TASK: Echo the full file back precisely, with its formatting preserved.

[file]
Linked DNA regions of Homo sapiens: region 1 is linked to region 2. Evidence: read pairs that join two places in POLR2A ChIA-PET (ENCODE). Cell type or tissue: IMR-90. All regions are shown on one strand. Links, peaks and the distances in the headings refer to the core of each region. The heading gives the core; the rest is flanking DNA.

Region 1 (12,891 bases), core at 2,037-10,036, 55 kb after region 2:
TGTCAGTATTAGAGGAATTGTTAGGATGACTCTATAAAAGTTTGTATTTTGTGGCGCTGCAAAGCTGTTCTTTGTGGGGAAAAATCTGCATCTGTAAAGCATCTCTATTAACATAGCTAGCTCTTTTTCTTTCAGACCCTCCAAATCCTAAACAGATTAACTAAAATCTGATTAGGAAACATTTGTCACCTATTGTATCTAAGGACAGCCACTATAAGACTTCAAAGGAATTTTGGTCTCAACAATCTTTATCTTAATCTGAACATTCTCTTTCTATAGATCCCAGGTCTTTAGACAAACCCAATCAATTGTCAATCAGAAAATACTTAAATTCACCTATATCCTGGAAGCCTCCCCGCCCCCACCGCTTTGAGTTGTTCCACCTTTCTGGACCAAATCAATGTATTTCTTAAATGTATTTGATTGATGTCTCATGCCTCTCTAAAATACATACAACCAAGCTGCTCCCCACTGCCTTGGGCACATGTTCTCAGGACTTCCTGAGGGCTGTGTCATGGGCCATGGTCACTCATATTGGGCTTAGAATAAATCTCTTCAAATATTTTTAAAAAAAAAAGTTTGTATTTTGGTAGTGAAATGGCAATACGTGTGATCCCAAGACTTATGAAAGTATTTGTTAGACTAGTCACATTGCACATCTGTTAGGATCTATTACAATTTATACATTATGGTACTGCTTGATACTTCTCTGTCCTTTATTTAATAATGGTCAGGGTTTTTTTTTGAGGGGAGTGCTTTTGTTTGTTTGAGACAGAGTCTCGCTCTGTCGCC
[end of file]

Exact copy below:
Linked DNA regions of Homo sapiens: region 1 is linked to region 2. Evidence: read pairs that join two places in POLR2A ChIA-PET (ENCODE). Cell type or tissue: IMR-90. All regions are shown on one strand. Links, peaks and the distances in the headings refer to the core of each region. The heading gives the core; the rest is flanking DNA.

Region 1 (12,891 bases), core at 2,037-10,036, 55 kb after region 2:
TGTCAGTATTAGAGGAATTGTTAGGATGACTCTATAAAAGTTTGTATTTTGTGGCGCTGCAAAGCTGTTCTTTGTGGGGAAAAATCTGCATCTGTAAAGCATCTCTATTAACATAGCTAGCTCTTTTTCTTTCAGACCCTCCAAATCCTAAACAGATTAACTAAAATCTGATTAGGAAACATTTGTCACCTATTGTATCTAAGGACAGCCACTATAAGACTTCAAAGGAATTTTGGTCTCAACAATCTTTATCTTAATCTGAACATTCTCTTTCTATAGATCCCAGGTCTTTAGACAAACCCAATCAATTGTCAATCAGAAAATACTTAAATTCACCTATATCCTGGAAGCCTCCCCGCCCCCACCGCTTTGAGTTGTTCCACCTTTCTGGACCAAATCAATGTATTTCTTAAATGTATTTGATTGATGTCTCATGCCTCTCTAAAATACATACAACCAAGCTGCTCCCCACTGCCTTGGGCACATGTTCTCAGGACTTCCTGAGGGCTGTGTCATGGGCCATGGTCACTCATATTGGGCTTAGAATAAATCTCTTCAAATATTTTTAAAAAAAAAAGTTTGTATTTTGGTAGTGAAATGGCAATACGTGTGATCCCAAGACTTATGAAAGTATTTGTTAGACTAGTCACATTGCACATCTGTTAGGATCTATTACAATTTATACATTATGGTACTGCTTGATACTTCTCTGTCCTTTATTTAATAATGGTCAGGGTTTTTTTTTGAGGGGAGTGCTTTTGTTTGTTTGAGACAGAGTCTCGCTCTGTCGCC